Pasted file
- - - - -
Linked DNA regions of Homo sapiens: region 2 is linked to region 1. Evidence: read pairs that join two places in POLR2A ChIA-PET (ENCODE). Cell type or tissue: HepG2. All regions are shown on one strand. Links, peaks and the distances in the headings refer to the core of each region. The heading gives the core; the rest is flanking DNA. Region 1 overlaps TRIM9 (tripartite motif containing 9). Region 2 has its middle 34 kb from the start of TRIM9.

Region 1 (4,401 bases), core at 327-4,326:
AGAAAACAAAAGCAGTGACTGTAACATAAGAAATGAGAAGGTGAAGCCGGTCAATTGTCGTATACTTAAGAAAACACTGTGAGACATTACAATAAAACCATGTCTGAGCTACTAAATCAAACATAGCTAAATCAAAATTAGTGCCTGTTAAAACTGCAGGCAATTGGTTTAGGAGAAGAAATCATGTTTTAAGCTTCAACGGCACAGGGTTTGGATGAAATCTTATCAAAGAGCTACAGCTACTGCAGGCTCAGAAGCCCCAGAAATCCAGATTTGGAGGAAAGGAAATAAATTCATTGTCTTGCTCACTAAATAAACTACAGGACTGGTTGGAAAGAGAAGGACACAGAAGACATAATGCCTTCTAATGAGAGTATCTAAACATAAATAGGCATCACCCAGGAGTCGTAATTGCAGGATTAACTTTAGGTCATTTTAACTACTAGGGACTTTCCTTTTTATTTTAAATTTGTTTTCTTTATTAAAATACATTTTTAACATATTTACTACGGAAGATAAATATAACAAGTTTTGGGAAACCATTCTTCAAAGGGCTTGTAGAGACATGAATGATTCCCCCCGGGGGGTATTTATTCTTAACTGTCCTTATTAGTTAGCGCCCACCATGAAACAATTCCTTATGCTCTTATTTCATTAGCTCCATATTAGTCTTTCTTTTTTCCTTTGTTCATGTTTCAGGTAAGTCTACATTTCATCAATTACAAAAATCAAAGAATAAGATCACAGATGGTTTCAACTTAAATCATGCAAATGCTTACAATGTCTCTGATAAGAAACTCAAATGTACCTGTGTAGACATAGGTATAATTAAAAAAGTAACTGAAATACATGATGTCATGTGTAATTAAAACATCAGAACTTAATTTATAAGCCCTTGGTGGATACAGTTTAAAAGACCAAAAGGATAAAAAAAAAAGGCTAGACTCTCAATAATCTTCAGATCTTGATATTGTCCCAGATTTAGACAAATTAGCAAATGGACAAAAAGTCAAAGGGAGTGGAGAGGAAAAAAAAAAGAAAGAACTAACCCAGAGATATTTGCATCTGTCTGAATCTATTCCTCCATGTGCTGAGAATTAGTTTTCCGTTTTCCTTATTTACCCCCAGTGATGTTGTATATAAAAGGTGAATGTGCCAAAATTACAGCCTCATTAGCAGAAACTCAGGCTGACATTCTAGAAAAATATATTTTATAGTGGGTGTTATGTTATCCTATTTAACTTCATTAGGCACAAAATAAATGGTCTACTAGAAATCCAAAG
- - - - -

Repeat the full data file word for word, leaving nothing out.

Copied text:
Linked DNA regions of Homo sapiens: region 2 is linked to region 1. Evidence: read pairs that join two places in POLR2A ChIA-PET (ENCODE). Cell type or tissue: HepG2. All regions are shown on one strand. Links, peaks and the distances in the headings refer to the core of each region. The heading gives the core; the rest is flanking DNA. Region 1 overlaps TRIM9 (tripartite motif containing 9). Region 2 has its middle 34 kb from the start of TRIM9.

Region 1 (4,401 bases), core at 327-4,326:
AGAAAACAAAAGCAGTGACTGTAACATAAGAAATGAGAAGGTGAAGCCGGTCAATTGTCGTATACTTAAGAAAACACTGTGAGACATTACAATAAAACCATGTCTGAGCTACTAAATCAAACATAGCTAAATCAAAATTAGTGCCTGTTAAAACTGCAGGCAATTGGTTTAGGAGAAGAAATCATGTTTTAAGCTTCAACGGCACAGGGTTTGGATGAAATCTTATCAAAGAGCTACAGCTACTGCAGGCTCAGAAGCCCCAGAAATCCAGATTTGGAGGAAAGGAAATAAATTCATTGTCTTGCTCACTAAATAAACTACAGGACTGGTTGGAAAGAGAAGGACACAGAAGACATAATGCCTTCTAATGAGAGTATCTAAACATAAATAGGCATCACCCAGGAGTCGTAATTGCAGGATTAACTTTAGGTCATTTTAACTACTAGGGACTTTCCTTTTTATTTTAAATTTGTTTTCTTTATTAAAATACATTTTTAACATATTTACTACGGAAGATAAATATAACAAGTTTTGGGAAACCATTCTTCAAAGGGCTTGTAGAGACATGAATGATTCCCCCCGGGGGGTATTTATTCTTAACTGTCCTTATTAGTTAGCGCCCACCATGAAACAATTCCTTATGCTCTTATTTCATTAGCTCCATATTAGTCTTTCTTTTTTCCTTTGTTCATGTTTCAGGTAAGTCTACATTTCATCAATTACAAAAATCAAAGAATAAGATCACAGATGGTTTCAACTTAAATCATGCAAATGCTTACAATGTCTCTGATAAGAAACTCAAATGTACCTGTGTAGACATAGGTATAATTAAAAAAGTAACTGAAATACATGATGTCATGTGTAATTAAAACATCAGAACTTAATTTATAAGCCCTTGGTGGATACAGTTTAAAAGACCAAAAGGATAAAAAAAAAAGGCTAGACTCTCAATAATCTTCAGATCTTGATATTGTCCCAGATTTAGACAAATTAGCAAATGGACAAAAAGTCAAAGGGAGTGGAGAGGAAAAAAAAAAGAAAGAACTAACCCAGAGATATTTGCATCTGTCTGAATCTATTCCTCCATGTGCTGAGAATTAGTTTTCCGTTTTCCTTATTTACCCCCAGTGATGTTGTATATAAAAGGTGAATGTGCCAAAATTACAGCCTCATTAGCAGAAACTCAGGCTGACATTCTAGAAAAATATATTTTATAGTGGGTGTTATGTTATCCTATTTAACTTCATTAGGCACAAAATAAATGGTCTACTAGAAATCCAAAG